Friday, June 24, 2016

The Minivan

Once upon a time I drove a mostly tidy car. There were notebooks and pens within easy reach of the driver’s seat and a bundle of extra clothes, a warm blanket, and other essentials stashed in the back. These days I drive a minivan, which is basically a mobile extension of the family mudroom – and just as disheveled.

Minvan cargo: Life preservers, jumper cables, and PB&J.
Now, at the start of summer, there are tennis balls and soccer balls rolling around the back of the minivan. They share that space with a boogie board or two, some swim goggles, and a collection of chocolate-smeared paper napkins left from our last outing to a favorite ice cream joint. On any given day, you might also find a wayward soccer cleat, a bottle of sunscreen escaped from the pool bag, and sweatshirts discarded between cool mornings and the heat of midday.

And sand. Sand from the river, sand from the beach, sand from the driveway. Sand is pretty much a constant in my car, along with Goldfish crumbs scattered about the floor, wayward water bottles, seemingly random rocks collected along our travels, and the occasional sock wedged under a seat.

While the mess within can be maddening, I have come to love the minivan, in large part for its ability to (mostly) contain the ever-evolving craziness of life with kids. It was not always this way. In fact, I was horrified when I realized I might need to drive a “mama mobile,” this vehicle that so clearly broadcasts domesticity and parenthood.

I was a pickup truck girl in high school, and there is a photo of me in the yearbook posing proudly by my little Chevy S-10. During my college years, tired of driving the six-plus hours to and from campus to leave me and retrieve me, my parents bought me a used Ford Bronco II – a truck-car so awesome they don’t make it anymore. I drove that boxy gas-guzzler from New England to Upstate New York and back a bunch of times, then out to Colorado after college. I drove it until fourth gear quit working, then I drove it another year or so, jumping from third gear to fifth on the rare occasion I needed it while driving the winding mountain roads.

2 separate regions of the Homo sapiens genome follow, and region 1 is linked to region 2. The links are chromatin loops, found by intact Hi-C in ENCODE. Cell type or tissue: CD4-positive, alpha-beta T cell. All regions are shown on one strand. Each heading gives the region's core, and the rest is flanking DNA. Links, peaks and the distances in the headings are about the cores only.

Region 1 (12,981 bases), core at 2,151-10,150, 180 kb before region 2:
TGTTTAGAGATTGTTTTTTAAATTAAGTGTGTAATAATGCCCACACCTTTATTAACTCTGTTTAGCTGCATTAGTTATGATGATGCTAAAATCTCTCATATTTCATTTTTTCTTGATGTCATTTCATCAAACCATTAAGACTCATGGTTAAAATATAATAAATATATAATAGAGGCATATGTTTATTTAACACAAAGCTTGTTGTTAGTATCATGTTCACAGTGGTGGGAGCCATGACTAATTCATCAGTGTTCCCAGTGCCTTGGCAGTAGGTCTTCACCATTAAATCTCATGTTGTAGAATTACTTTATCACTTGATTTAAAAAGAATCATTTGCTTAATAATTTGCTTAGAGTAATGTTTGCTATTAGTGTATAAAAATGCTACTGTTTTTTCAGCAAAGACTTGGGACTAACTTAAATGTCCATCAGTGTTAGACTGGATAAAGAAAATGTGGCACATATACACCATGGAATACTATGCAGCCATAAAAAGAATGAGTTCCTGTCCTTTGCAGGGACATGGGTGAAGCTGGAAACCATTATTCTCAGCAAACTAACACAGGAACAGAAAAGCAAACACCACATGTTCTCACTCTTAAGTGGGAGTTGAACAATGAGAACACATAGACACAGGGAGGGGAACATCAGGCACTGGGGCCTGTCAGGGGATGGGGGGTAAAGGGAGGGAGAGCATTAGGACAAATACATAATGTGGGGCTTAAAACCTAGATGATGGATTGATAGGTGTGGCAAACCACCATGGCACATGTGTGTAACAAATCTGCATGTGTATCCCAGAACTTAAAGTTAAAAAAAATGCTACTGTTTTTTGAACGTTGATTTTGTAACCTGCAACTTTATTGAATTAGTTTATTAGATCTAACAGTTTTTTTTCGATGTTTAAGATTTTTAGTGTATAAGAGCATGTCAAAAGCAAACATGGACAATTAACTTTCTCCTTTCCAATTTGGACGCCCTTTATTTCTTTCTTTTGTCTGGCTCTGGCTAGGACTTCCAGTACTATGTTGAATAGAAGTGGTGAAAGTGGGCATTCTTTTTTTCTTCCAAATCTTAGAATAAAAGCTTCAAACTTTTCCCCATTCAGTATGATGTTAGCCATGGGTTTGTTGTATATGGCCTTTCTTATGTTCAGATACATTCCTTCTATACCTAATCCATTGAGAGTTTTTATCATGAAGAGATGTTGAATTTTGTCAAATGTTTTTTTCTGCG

When the Bronco II was completely used up, I bought a used Subaru. That little car could go anywhere, through any weather. I drove it around town, then across the country loaded down with all my worldly belongings when I moved back East, then to work gigs and fun outings until it started sputtering. The Subaru-wannabe I bought next, brand new, carried me from life as a single girl right into motherhood. Two infant car seats fit snugly in the backseat, and there was space for the dog in the way back. The gas mileage was good, and the car was sufficiently, I believed, sporty – and roomy. Until kid number three was on the way.

I distinctly remember standing in my parents’ driveway, while retrieving kids number one and two from a visit, and lamenting the fact that I was trading in my car – for a minivan. “There goes my image,” I told my mom.

She looked at me with something bordering on pity. I’m not sure if it was because I was soon to enter the wild and sleepless world of a third child under the age of 3 or because I was quite obviously delirious. Image? I don’t know what image I thought I had then, but it certainly wasn’t one of any sort of hipness. Most of the time I had two toddlers clinging to me, an array of dog fur and partially eaten kid food stuck to my yoga pants, and the disheveled hair and overwhelmed look moms of toddlers often sport. I was also quite obviously pregnant. Whatever image I thought I owned had long since shifted irreversibly.

My mother tried to assure me that minivans were just fine. We’d had one of the original models when I was a kid, the first post-wood-paneled station wagon to serve as the standard American family car. That little Dodge Caravan had ferried us to ski races and soccer games and hauled the entire family and our pop-up camper on an epic cross-country adventure.

The minivan has come a long way since those early years – automatic doors, folding seats to create various seating options, cruise control, and more cup holders than any seven passengers could possibly need. After nearly eight years of ferrying our family and all its stuff, my van is not the gleaming silver bullet of family transport it once was. There are dings in the body and rust creeping along the wheel wells, and the doors long ago stopped being automatic.

But it can still hold soccer balls for two teams in the fall (along with several soccer players). It carries our family’s quiver of skis – and skiers – come winter. And last summer we figured out how to fit all five of our bikes – and all five of us – within it. Call it what you will – Mama Mobile, Party Van, Adventure Wagon, Family Car. The minivan may not be hip, but it gets the job done, and I’m good with that.

Original content by Meghan McCarthy McPhaul, posted to her Blog: Writings From a Full Life. This essay also appears as Meghan's Close to Home column in the June 24, 2016 edition of the Littleton Record.

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